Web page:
Artist: Iron & Wine
Album: Kiss Each Other Clean
Release Date: January 25, 2010
I guess I started listening to Iron & Wine sometime between Our Endless Numbered Days LP and Woman King EP in 2004. Those were the first two of their recordings that I ever got into, and to be honest, their only full releases that I have really taken the time to enjoy. Woman King, which many view as a transitional piece for singer Sam Beam, moving Iron & Wine from a solo project to a full band. I don’t think I was making top 10 lists in 2004, but if I had been, Woman King would be near the top of it.
My appreciation of the band probably reached it’s peak in 2006 when I saw the band at Bonnaroo. This was one of my favorite sets of the weekend, and that wasn’t something I was expecting. Normally singer/songwriters suffer in festival settings, with noisy and often indifferent crowds, but Iron & Wine captivated a tent of several thousand people into silence during songs punctuated with boisterous applause in between. And they closed with a song that I had never heard before, but one which since has become one of my favorite songs of all time: The Trapeze Swinger. (Though, I would say not to bother with a non-live version of the song.) By the time the set was over, my jaw was nearly on the ground. When I got home from Bonnaroo, I downloaded the set. I have it posted at the end of this review. It is a fantastic live show and definitely worth a download.
I saw them the next year at Lollapalooza, and the same atmosphere was not had. Everyone was loud and inattentive, and while he closed with Trapeze Swinger, no one cared. Furthermore, the band hadn’t released any new material in a while. After this point, I lost a good degree of interest in the band. Their next LP, The Shepherd’s Dog, came out in 2007 and I never really gave it the time of day. I listend a few times, but the album sounded impersonal and not the Iron & Wine I was interested in hearing. And I was skeptical that I would ever really like an Iron & Wine CD again.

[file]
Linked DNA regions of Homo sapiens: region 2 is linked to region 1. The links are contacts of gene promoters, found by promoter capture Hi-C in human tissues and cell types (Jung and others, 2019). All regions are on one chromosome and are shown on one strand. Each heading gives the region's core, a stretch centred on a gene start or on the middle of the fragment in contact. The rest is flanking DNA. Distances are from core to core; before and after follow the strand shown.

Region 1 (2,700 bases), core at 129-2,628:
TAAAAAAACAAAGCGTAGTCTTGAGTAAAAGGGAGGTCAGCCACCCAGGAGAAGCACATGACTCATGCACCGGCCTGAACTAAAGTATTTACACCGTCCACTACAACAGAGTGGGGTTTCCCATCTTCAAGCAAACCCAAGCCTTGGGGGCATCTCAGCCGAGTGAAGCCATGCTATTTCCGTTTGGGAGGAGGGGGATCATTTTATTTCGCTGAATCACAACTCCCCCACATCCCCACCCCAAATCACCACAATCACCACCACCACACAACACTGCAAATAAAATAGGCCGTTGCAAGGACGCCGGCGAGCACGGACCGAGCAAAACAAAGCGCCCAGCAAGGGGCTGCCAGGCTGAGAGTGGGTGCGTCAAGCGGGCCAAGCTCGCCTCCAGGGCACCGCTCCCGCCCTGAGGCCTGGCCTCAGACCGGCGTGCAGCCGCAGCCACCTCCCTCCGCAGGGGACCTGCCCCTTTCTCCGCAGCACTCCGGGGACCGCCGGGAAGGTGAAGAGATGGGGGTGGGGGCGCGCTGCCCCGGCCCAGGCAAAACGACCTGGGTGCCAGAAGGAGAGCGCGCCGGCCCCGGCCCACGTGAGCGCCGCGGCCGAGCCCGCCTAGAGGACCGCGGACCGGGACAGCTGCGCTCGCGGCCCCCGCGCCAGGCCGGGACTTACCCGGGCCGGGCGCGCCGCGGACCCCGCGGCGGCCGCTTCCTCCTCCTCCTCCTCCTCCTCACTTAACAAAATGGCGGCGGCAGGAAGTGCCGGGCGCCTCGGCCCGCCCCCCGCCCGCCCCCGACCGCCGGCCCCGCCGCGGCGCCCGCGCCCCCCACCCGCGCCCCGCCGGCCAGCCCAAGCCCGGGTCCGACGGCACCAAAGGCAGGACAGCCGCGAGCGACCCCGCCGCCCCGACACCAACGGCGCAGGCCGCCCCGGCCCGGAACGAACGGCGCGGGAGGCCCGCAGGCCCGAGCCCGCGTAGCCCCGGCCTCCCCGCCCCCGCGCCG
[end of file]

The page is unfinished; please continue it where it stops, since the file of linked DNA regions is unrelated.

I knew that this was going to be another full band Iron & Wine spectacle and once again, I was quite suspicious. I downloaded it when it leaked and threw it on while working (as is my listening habit lately). Turns out, the first track is just beautiful. “Walking Far From Home,” kind of reminds me Trapeze Swinger in a lot of ways. It’s other worldly, both lyrically and sonically– But I guess I didn’t start out realizing it’s beauty. I think that’s just how I’m hearing it now.
This CD certainly took me four or five times to appreciate. But I’ve found the time spent to be incredibly worthwhile. This album is a realization of what started with Woman King and was fleshed out (in my opinion in a kind of boring way) with The Shepherd’s Dog. This is Sam Beam comfortably unashamedly writing with a full band in mind. The production values are strong, the arrangements are interesting. Sam Beam still sounds like he has a beard. (I assume he does).
There’s a whole lot of personality here, and a bit of shifting. One downside of listening to CDs several times without thinking too much about it that I often lose the form of the piece of work. I don’t know my beginning, middle and end. In this case (unlike in the case of Tennis: Cape Dory), I think this is my fault rather than the album’s. Because the closer of Kiss Each Other Clean is my favorite type of closer: A multi-part epic. The first two and a half minutes are some kind of classic rock extravaganza. Then everything resolves and it turns back into an Iron & Wine album to close the last four minutes. It keeps getting noisier and noisier until finally there is resolution.
In between the first and the last track, there’s plenty to like, and also plenty of genre hoping. This is the most exploratory Iron & Wine album to date and I think everything pays off. Like I said, it took me quite a few times to get into, but I think this is an album that will stick with me for awhile.